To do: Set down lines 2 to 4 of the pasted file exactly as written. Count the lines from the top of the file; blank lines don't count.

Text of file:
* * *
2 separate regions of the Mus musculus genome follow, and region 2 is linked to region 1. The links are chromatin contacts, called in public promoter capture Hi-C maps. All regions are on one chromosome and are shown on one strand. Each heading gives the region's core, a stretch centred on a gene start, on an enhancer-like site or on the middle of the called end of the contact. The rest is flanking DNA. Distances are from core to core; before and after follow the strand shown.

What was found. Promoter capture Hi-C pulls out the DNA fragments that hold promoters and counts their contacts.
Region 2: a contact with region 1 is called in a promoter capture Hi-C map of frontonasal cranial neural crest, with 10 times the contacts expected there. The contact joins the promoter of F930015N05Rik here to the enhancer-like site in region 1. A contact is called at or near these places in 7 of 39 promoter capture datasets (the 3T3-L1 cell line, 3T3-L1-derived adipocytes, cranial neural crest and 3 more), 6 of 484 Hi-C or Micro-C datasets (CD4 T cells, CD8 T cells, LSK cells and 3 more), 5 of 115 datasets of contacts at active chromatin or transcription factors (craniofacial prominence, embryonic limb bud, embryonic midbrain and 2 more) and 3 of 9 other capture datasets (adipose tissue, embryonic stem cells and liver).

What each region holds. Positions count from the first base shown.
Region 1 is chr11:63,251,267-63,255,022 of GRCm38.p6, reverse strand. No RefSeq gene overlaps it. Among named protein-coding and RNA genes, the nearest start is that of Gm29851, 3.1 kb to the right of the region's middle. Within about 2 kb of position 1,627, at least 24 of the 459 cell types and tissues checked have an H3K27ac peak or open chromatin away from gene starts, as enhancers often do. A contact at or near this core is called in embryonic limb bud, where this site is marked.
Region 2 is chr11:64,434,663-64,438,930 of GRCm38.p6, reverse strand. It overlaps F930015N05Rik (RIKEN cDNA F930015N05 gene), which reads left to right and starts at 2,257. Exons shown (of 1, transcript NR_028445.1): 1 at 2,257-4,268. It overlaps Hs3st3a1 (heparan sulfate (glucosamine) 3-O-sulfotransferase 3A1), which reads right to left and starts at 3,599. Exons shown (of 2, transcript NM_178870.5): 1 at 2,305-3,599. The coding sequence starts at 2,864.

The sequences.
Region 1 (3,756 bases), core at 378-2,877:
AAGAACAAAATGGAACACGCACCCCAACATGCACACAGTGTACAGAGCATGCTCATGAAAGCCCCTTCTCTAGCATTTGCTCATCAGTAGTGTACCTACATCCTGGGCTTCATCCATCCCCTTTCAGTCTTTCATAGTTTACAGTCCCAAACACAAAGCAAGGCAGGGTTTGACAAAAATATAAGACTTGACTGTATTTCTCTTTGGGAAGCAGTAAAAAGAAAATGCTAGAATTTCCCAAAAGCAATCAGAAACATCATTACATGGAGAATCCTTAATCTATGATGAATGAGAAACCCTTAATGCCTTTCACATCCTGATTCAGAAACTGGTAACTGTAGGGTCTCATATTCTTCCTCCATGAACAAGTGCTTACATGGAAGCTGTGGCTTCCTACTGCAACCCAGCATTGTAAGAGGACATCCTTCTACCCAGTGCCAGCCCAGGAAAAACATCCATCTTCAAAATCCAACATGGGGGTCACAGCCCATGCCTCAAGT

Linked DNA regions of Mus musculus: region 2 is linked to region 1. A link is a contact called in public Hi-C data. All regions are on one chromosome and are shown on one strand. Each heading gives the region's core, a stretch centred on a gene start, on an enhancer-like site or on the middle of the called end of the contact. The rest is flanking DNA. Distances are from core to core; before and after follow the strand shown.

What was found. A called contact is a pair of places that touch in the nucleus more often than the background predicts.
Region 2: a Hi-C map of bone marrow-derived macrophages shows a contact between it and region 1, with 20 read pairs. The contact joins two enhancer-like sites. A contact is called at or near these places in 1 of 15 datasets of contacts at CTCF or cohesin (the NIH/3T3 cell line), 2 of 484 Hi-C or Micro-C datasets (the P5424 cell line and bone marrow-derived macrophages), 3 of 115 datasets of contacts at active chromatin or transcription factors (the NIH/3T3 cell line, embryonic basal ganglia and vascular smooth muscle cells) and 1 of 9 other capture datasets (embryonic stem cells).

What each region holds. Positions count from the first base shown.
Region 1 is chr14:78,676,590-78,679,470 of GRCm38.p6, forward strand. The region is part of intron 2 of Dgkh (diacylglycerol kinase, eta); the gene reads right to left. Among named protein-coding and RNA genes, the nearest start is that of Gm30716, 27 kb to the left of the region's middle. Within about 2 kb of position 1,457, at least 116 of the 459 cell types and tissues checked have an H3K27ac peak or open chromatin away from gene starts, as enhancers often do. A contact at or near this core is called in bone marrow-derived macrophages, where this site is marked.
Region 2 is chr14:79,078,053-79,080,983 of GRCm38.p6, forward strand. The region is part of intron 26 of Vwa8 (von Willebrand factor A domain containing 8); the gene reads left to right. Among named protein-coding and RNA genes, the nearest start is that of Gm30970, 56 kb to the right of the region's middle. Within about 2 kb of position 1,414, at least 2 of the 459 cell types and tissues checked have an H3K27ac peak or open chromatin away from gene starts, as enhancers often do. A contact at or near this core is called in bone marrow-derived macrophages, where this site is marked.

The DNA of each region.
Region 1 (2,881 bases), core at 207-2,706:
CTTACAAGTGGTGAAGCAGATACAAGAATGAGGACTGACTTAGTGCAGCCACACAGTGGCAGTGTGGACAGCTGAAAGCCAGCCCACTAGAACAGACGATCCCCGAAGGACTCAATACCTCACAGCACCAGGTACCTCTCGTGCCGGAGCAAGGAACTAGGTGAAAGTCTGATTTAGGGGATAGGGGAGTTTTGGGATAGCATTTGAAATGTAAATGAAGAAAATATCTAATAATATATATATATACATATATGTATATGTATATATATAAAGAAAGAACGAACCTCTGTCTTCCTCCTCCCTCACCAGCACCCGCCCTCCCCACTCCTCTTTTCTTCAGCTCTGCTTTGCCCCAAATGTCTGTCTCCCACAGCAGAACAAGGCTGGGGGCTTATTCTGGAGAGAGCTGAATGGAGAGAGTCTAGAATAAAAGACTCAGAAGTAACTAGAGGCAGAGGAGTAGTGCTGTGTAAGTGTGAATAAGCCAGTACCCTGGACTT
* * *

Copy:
What was found. Promoter capture Hi-C pulls out the DNA fragments that hold promoters and counts their contacts.
Region 2: a contact with region 1 is called in a promoter capture Hi-C map of frontonasal cranial neural crest, with 10 times the contacts expected there. The contact joins the promoter of F930015N05Rik here to the enhancer-like site in region 1. A contact is called at or near these places in 7 of 39 promoter capture datasets (the 3T3-L1 cell line, 3T3-L1-derived adipocytes, cranial neural crest and 3 more), 6 of 484 Hi-C or Micro-C datasets (CD4 T cells, CD8 T cells, LSK cells and 3 more), 5 of 115 datasets of contacts at active chromatin or transcription factors (craniofacial prominence, embryonic limb bud, embryonic midbrain and 2 more) and 3 of 9 other capture datasets (adipose tissue, embryonic stem cells and liver).

What each region holds. Positions count from the first base shown.